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Miami Travel / Architecture Travel / Cars / Zaha Hadid / Herzog & de Meuron / Frank Gehry / Design Travel / → All Tags
Miami views from the 1111 Lincoln Road parking garage.
Unless we're talking about the impressing engineering that keeps skimpy bikini tops on man-made wonders, architecture is not a word we usually think of when we think is on the way—joining at least two other designer parking structures on the beach—we're going to have to start looking up when we stroll around South Beach.
Hadid's firm has been given $12.5 million to play with in creating the new municipal parking garage in the Collins Park neighborhood—that's near the Bass Museum, The Setai and the W South Beach. According to the Miami Herald, she will be spending the cash on her winning design in the shape of an '8'. (Significance of the number? Beats us.)
Museum Travel / Art Travel / Rome Travel / Italy Travel / Architecture Travel / Zaha Hadid / → All Tags
We have to remember that while we had a long Memorial Day weekend in the US, business as usual continued on around the rest of the world, and this included the official opening of Rome's new Zaha Hadid-designed MAXXI contemporary art museum.
MAXXI, which works out to mean "National Museum of the XXI Century Arts," actually briefly opened its doors back in November, when the public was invited to tour the architectural masterpiece without any art yet installed inside, when the NYT called it a "space-age highway interchange." This time however, there are exhibits aplenty to see, and we're totally crushing on the one pictured above"The Western Wall" by Fabio Mauri.
Oh my gosh, would you believe that another building by Zaha Hadid got built? The Baghdad-born architect is famous for her futuristic designs, but most only stay looking good on paper. She has a few buildings scattered around the world, but the newest one in Rome takes the cake in terms of scale and space.
Dubbed the MAXXI Museum, or National Museum of the XXI Century Arts, it is a triumph for Zaha. Having opened only several days ago and described by the NYT as "less a unified lone structure than a convergence of long, shiny, serpentine modules — a bit like a space-age highway interchange," the Maxxi is already going down in architecture history. And since we've got a thing for good design, modern art and any new museum exhibitions, the Maxxi is fresh on our radar as well.
Chicago Field Trip / Architecture Travel / Zaha Hadid / Museum Travel / Chicago / Art Travel / → All Tags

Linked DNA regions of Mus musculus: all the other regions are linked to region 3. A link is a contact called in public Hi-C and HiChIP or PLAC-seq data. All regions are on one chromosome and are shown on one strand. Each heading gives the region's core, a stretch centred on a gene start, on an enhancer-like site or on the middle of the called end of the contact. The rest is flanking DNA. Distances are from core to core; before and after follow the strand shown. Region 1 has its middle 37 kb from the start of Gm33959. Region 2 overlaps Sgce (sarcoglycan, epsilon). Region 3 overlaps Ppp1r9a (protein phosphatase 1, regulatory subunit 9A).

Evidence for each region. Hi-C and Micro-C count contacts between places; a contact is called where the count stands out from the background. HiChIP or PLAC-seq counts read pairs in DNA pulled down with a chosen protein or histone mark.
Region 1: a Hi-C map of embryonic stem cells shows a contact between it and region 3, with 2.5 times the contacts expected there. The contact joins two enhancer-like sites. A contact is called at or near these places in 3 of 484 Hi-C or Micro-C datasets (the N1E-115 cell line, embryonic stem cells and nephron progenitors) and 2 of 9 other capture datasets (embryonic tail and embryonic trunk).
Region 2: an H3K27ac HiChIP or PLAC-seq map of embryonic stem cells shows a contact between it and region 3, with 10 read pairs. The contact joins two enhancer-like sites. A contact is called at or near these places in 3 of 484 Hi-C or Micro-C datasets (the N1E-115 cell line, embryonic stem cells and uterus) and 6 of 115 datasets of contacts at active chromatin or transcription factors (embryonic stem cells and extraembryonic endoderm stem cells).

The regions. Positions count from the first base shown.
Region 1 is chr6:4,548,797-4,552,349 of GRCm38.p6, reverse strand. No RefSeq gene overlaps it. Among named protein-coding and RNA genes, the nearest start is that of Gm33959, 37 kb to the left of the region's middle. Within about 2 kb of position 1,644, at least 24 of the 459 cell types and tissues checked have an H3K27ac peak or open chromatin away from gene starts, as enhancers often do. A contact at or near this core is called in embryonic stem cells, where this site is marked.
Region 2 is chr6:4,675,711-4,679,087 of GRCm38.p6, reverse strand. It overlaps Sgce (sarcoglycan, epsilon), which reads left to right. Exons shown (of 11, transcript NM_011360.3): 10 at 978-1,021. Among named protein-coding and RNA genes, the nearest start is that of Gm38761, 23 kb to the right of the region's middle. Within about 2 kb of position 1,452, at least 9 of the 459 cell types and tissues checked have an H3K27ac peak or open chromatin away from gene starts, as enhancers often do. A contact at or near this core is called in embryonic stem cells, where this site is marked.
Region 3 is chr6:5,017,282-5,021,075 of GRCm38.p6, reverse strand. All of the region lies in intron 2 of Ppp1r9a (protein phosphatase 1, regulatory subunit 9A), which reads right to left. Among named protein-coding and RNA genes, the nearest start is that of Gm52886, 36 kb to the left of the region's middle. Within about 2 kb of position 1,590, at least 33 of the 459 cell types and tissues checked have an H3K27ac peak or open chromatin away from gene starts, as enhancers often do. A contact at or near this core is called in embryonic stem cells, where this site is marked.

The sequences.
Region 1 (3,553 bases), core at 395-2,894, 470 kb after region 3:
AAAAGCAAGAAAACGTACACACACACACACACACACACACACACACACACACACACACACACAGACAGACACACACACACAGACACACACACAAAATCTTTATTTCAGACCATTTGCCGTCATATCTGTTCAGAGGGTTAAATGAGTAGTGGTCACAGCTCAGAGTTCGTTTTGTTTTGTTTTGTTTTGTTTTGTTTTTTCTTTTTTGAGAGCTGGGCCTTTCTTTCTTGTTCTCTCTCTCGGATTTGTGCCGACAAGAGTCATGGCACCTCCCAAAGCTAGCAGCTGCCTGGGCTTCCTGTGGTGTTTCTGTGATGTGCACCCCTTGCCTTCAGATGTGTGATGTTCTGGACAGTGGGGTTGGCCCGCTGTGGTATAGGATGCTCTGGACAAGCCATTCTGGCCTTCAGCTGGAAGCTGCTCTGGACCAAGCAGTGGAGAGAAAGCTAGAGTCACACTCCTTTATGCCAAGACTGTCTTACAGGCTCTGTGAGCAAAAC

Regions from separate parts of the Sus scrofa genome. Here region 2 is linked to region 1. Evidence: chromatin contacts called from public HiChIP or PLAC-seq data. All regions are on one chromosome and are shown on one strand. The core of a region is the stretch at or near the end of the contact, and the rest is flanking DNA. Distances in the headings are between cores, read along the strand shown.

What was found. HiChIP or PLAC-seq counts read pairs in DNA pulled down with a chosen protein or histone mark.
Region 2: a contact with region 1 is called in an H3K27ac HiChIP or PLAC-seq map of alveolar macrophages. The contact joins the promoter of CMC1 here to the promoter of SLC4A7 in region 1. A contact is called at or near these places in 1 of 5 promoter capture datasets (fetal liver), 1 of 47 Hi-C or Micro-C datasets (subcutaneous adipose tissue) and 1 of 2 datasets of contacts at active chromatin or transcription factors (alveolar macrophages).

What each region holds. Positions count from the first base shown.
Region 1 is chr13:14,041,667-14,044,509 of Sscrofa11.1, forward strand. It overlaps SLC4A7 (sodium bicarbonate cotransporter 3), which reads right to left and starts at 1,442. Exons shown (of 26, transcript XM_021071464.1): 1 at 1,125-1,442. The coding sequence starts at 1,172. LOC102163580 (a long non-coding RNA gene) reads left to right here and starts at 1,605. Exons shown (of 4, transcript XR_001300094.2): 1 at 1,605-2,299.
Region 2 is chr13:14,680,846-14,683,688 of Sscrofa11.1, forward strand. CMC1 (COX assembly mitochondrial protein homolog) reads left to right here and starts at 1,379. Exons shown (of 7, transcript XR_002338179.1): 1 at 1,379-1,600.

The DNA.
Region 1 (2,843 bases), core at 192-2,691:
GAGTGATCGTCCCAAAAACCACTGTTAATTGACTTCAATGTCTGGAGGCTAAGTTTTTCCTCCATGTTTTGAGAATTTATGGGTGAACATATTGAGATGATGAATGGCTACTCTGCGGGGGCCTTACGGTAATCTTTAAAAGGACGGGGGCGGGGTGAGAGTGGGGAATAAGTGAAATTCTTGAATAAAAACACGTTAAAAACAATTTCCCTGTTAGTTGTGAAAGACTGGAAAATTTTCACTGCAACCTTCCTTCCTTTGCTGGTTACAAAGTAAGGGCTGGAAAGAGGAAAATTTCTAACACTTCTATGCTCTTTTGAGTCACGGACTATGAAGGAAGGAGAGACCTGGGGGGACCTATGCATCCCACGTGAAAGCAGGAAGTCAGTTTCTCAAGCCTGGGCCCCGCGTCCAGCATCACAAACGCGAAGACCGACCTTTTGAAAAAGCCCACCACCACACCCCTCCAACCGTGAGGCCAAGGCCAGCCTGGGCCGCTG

Forget the mirror-finish "Cloud Gate" sculpture, otherwise known simply as "The Bean" by Anish Kapoor, Chicago's Millennium Park has blossomed into something even greater than a sanctuary for great architecture and green spaceit's become a work of art all it's own.
From all sides, Millennium Park is the place to visit in Chicago; the north holds Frank Gehry's Pritzker Pavilion auditorium and lawn, the south end is the Art Institute with its new Modern wing, the east edge of the park is the lakefront and harbor, and the west edge pulses with Michigan Avenue. Everything within the park continues to grow; from a huge garden of indigenous-to-Illinois plants to the sculptures scattered throughout.
The absolute freshest addition to this garden of al fresco delights, aside from a wading stream, are the two Burnham Pavilions being built to commemorate the 100th Anniversary of the city plan. The first (pictured above), designed by Ben van Berkel of UNStudio, has been up for almost a month now and will remain until late October. It's neighbor by architect Zaha Hadid, however, lags severely behind.
For visitors to Chicago, a must-do is taking a picture of your own reflection in the smooth, mirrored surface of Anish Kapoor's "Cloud Gate" sculpture at the entrance to Millennium Park. Nicknamed "the Bean," the massive blob holding court at the Michigan Ave entrance to the park is about to get some serious competition for touristic affection on June 19, when the city unveils not one, but two new pavilions which will do more than just sit there and look pretty.
Art / Chanel / Zaha Hadid / Museums / → All Tags
In case you haven't heard, static institutions are out, and mobile museums are all the rage. So if you thought you saw a UFO-like-thing landing in Central Park earlier this week, it was just the latest traveling museum to touch down in NYC: The Chanel Contemporary Art Container.
The museum combines a trend we do like--British-Iraqi architect Zaha Hadid's space-age, deconstructive design--with a trend we don't like--blurring the line between fine art and commercial fashion. (All of the art has been "inspired" by Chanel handbags.) But, we'll get on board with anything that looks like a "happening," so we'll be in line next week for our tickets, when the museum opens in Rumsey Playfield.
The movable museum, which has already been in Tokyo and Hong Kong, will be open in New York October 20 through November 9, before continuing on to London, Moscow and Paris.
· Chanel Contemporary Art Container [Official Site]
· Architecture Travel: Putting New on Top of Nothing [Jaunted]
Come back and visit us again soon: This weekend's New York Times reported on "insta-cities" that are more dynamic than the Delta-Northwest merger. Dubai went from desert stopover to high-rise paradise in 10 years, while Shenzen, China has grown by 8 million people in 30 years, with all the unplanned, even haphazard growth patterns rapid development brings.
The coolest thing about these new cities is also their peril: That all things are, architecturally, possible. The Gray Lady discusses new projects by Zaha Hadid and Rem Koolhaas which, rather than adding to the existing cityscape, will foster the growth of neighborhoods in places where there were none.